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First woman nominated to lead Air Force Academy 'strong, educated pick' says Utahn Donna McAleer, a West Point grad

Published: Sunday, March 3 2013 5:17 p.m. MST

In this 2012 file photo, Donna McAleer gives her concession speech following a failed run for Congress. West Point graduate McAleer said the nomination of Maj. Gen Michelle Johnson as the first woman to lead the U.S. Air Force Academy is a "phenomenal pick."

Tom Smart, Deseret News

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PARK CITY — The nomination of Maj. Gen Michelle Johnson as the first woman to lead the U.S. Air Force Academy is a "phenomenal pick," says West Point graduate Donna McAleer.

Johnson, a 1981 graduate of the Air Force Academy, was nominated Friday as superintendent of the academy, located near Colorado Springs, Colo. The three-star general has served as a pilot, an academy professor, and adviser on cyber security as well as a NATO chief of staff for operations and intelligence. 

"When you look at her resume, she's got a broad range of experience. It starts with gaining that tactical competence at the junior officer level, the operational experience at the mid-grade level and the strategic responsibility at the senior level," said McAleer, a former Utah congressional candidate.

McAleer said knows Johnson from their membership in AcademyWomen, a professional organization that supports women from nation's officer development programs. McAleer is a 1987 graduate of the United States Military Academy at West Point.

Johnson's nomination, which requires Senate approval, was "a strong, educated pick to lead our next generation of Air Force officers," said McAleer, who served as a commissioned Army officer in Germany at the end of the Cold War and has worked in business and nonprofit leadership professionally. 

The Air Force has been ahead of other branches of the military in removing restrictions of women in certain roles, McAleer said. As a result, female Air Force officers have had access to a wide array of opportunties.

For instance, the Air Force dropped gender restrictions on fighter pilots following the first Gulf War, McAleer said. 

"An airplane doesn't know gender. Dropping bombs doesn't know gender. Targeting targets doesn't know gender. The Air Force made a strategic decision to open up those branches to women and now we're seeing women have excelled in those branches and can compete now at the highest levels. This is important for junior officer development and development of our Air Force as a whole," McAleer said.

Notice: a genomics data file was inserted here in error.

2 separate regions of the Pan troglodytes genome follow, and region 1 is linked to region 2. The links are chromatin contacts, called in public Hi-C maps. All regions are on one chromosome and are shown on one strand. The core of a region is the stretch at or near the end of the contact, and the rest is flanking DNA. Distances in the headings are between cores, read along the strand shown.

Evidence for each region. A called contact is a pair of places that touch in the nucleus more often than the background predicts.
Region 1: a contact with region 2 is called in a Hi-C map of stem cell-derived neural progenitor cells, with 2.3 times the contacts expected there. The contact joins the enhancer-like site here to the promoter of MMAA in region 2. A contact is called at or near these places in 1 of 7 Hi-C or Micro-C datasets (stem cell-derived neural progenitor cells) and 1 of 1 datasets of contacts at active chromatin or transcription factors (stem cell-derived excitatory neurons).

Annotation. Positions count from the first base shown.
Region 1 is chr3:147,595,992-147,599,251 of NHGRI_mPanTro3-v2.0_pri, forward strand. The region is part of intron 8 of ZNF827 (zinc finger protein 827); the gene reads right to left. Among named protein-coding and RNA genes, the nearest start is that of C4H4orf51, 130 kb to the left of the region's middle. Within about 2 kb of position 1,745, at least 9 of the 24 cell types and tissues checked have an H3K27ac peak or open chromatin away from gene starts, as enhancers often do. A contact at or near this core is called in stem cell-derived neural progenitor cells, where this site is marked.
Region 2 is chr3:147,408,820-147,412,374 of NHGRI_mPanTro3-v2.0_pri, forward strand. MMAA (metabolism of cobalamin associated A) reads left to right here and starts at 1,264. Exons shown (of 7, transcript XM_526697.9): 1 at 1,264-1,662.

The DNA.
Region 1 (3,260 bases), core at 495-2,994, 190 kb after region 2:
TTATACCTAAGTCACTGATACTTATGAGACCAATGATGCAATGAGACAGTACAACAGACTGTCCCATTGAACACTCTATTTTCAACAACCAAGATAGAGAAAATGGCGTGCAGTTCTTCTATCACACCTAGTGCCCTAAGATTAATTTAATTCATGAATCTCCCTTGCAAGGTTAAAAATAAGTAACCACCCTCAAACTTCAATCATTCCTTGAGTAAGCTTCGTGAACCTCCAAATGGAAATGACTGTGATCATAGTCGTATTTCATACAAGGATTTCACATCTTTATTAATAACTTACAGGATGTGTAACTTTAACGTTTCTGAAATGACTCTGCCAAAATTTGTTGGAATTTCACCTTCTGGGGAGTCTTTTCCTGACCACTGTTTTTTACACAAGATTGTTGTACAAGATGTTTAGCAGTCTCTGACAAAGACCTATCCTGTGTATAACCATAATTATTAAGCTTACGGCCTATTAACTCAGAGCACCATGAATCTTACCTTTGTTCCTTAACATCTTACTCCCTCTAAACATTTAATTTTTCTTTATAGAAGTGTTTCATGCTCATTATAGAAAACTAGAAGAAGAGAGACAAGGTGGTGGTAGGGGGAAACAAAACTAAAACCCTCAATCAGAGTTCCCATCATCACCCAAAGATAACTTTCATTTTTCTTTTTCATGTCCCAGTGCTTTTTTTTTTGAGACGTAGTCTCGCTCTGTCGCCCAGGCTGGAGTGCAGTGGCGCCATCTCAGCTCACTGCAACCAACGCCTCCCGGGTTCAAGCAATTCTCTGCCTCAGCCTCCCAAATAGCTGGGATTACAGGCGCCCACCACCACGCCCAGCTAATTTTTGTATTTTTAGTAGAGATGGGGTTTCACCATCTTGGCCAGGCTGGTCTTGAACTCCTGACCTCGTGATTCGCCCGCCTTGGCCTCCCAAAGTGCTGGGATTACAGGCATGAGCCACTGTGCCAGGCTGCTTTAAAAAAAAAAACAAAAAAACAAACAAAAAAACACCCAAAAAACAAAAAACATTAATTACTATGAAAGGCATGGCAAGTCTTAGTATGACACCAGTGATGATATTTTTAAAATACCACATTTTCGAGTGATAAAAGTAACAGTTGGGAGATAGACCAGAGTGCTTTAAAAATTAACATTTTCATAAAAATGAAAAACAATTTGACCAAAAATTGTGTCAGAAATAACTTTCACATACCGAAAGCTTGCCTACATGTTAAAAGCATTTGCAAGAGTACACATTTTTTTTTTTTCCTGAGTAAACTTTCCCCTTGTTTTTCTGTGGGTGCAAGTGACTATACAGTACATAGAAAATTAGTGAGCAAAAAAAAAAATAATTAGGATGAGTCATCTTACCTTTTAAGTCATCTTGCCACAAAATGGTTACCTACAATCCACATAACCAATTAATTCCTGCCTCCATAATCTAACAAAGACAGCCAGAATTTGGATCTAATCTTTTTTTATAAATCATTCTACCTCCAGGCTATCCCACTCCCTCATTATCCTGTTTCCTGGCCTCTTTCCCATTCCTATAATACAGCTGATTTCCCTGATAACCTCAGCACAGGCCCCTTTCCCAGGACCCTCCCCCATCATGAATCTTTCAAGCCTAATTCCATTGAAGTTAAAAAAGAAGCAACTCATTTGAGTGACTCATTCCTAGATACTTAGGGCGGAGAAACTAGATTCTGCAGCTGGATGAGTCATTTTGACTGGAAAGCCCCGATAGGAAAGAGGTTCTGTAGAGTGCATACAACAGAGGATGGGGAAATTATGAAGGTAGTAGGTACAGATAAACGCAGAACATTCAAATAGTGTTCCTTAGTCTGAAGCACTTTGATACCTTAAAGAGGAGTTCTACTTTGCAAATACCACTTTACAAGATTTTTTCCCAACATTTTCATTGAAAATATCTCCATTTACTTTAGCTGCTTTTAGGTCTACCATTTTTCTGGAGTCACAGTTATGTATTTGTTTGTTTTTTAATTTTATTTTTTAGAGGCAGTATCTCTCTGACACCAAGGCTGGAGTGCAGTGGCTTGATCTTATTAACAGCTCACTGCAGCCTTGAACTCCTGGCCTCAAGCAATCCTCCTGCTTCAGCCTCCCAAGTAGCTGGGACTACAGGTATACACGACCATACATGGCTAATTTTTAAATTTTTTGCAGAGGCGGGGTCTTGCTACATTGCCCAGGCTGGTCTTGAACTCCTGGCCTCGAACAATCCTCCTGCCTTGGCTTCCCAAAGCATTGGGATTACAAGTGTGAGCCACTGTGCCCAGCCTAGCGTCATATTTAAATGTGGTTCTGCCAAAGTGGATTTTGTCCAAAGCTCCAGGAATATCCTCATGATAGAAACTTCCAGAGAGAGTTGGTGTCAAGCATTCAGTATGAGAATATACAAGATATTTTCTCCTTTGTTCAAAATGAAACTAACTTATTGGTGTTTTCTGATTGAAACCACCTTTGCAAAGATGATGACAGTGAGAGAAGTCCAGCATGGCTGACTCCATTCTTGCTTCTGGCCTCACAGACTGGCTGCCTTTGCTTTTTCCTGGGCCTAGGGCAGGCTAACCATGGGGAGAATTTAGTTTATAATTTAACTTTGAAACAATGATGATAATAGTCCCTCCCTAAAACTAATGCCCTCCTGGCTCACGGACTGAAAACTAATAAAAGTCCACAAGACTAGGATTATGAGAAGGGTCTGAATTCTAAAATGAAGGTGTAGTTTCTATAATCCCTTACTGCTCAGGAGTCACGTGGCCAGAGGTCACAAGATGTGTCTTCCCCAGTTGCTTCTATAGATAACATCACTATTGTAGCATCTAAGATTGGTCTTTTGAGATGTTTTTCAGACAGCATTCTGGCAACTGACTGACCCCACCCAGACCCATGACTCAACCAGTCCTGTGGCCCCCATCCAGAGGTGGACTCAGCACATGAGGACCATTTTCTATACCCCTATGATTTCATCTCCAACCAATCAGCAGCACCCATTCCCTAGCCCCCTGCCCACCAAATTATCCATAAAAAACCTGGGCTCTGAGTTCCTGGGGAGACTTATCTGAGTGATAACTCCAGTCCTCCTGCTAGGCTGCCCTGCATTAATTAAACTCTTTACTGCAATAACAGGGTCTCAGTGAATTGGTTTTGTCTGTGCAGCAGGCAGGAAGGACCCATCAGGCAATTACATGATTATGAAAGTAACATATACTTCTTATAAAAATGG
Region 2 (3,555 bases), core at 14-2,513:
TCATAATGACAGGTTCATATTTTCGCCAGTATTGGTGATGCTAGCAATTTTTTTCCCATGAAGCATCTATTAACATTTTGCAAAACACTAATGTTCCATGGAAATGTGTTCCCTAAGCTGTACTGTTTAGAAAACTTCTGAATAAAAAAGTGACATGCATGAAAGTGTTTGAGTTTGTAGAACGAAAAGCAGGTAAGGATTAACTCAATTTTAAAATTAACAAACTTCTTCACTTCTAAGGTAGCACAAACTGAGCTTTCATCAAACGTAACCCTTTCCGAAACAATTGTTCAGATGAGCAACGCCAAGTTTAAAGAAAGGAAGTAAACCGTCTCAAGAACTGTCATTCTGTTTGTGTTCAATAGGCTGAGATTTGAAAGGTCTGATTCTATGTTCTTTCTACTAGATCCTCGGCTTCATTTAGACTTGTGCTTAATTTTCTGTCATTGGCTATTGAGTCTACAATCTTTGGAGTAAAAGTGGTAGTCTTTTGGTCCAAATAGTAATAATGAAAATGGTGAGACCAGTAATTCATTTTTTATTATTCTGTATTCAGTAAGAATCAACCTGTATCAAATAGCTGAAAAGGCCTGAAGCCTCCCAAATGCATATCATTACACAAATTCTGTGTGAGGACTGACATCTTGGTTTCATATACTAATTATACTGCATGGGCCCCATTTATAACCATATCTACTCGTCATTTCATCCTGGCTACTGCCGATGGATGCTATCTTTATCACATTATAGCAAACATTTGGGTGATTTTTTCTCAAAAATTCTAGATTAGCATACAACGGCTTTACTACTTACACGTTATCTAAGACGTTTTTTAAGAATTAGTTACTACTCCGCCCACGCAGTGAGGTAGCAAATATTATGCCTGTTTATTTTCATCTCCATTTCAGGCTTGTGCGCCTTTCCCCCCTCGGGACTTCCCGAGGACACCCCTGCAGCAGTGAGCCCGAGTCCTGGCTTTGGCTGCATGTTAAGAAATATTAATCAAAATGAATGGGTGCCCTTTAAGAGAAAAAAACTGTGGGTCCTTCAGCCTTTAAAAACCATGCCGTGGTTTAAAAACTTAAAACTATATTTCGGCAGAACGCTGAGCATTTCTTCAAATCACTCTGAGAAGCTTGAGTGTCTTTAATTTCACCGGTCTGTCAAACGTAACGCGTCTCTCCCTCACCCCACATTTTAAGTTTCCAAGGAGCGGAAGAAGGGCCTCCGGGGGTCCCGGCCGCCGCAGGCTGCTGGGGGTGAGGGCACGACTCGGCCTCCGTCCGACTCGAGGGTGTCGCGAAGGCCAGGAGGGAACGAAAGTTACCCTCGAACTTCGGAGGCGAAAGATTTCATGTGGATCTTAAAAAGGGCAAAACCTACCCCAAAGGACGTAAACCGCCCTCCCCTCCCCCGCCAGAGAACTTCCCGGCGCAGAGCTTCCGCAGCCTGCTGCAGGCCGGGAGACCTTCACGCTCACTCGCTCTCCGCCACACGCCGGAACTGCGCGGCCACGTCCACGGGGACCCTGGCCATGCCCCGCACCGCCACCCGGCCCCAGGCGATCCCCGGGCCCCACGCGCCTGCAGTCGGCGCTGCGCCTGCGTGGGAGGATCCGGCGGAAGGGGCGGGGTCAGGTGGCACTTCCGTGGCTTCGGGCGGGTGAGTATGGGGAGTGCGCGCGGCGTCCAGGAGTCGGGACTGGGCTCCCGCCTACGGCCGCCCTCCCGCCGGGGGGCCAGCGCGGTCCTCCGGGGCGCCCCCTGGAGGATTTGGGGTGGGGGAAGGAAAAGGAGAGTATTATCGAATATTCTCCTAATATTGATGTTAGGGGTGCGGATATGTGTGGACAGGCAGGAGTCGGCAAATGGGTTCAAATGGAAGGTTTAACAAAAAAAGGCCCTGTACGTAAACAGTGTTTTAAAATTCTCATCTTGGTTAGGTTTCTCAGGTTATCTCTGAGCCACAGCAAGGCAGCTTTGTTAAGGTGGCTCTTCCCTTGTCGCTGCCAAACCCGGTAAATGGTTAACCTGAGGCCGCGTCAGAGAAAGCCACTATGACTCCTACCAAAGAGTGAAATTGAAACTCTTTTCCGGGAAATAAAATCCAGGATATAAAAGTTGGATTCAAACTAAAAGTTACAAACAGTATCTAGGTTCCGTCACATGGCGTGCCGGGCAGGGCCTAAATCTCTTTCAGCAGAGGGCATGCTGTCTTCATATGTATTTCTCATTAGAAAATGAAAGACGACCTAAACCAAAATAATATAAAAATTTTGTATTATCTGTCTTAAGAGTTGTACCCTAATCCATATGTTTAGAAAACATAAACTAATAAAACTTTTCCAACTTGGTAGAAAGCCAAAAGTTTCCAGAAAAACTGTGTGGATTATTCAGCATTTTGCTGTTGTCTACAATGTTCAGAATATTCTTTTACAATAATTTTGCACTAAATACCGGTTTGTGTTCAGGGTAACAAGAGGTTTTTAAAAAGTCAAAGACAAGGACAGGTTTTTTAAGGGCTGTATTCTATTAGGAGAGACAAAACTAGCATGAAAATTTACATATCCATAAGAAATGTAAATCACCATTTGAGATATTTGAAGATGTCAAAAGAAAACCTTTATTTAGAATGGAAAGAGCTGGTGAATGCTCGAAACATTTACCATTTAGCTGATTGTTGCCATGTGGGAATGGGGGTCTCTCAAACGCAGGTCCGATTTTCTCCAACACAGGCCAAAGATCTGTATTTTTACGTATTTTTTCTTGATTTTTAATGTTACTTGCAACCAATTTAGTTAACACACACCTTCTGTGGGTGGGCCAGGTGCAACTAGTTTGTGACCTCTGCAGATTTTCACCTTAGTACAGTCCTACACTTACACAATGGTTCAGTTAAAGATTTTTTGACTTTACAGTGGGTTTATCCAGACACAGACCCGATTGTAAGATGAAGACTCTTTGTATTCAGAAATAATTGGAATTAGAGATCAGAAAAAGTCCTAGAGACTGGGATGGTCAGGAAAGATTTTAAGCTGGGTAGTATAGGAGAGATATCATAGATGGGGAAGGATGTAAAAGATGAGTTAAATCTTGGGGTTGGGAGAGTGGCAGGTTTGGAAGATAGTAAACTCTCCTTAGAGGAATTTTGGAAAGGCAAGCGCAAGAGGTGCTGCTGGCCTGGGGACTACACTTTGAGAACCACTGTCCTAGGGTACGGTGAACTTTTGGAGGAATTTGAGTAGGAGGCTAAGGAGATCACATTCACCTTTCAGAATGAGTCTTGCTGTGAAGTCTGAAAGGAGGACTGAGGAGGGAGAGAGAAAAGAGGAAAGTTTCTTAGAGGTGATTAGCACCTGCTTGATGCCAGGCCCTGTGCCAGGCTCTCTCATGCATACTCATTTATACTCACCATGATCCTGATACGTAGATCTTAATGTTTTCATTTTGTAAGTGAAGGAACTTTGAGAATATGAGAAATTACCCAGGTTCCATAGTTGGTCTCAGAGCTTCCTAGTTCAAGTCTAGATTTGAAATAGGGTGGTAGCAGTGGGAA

McAleer, who was a member of the national bobsled team, said she hopes Johnson's nomination will also signal a sea change at the Air Force Academy, which has experienced a growing number of criminal sexual assault and misconduct cases. Charges have been filed against six cadets since January 2012. 

"If we look at the DOD (Department of Defense) reports on sexual harassment, the academies are not faring very well. I think this (nomination) sends a very different message. I do think we're going to see some changes," McAleer said.

Last year, Rear Adm. Sandra Stosz was picked lead the Coast Guard Academy, the first woman to lead a service academy.

Johnson's nomination coincides with an announcement by the Pentagon to open thousands of combat opporunities previously not available to women.

"This is an issue not only for recruitment but for retention and readiness as a whole," McAleer said.

McAleer said she looks forward to the day that the appointment of women to key positions in the nation's military is not the stuff of news reports. 

"It's significant but soon we hope it becomes commonplace," she said.

Stosz's appointment and nomination of Johnson remain significant milestones.

"This is just huge. It's a strong message and it's the right right message," McAleer said of Johnson's nomination. "This is an educated and thoughtful nomination of an appointee to lead that institution."

E-mail: marjorie@desnews.com

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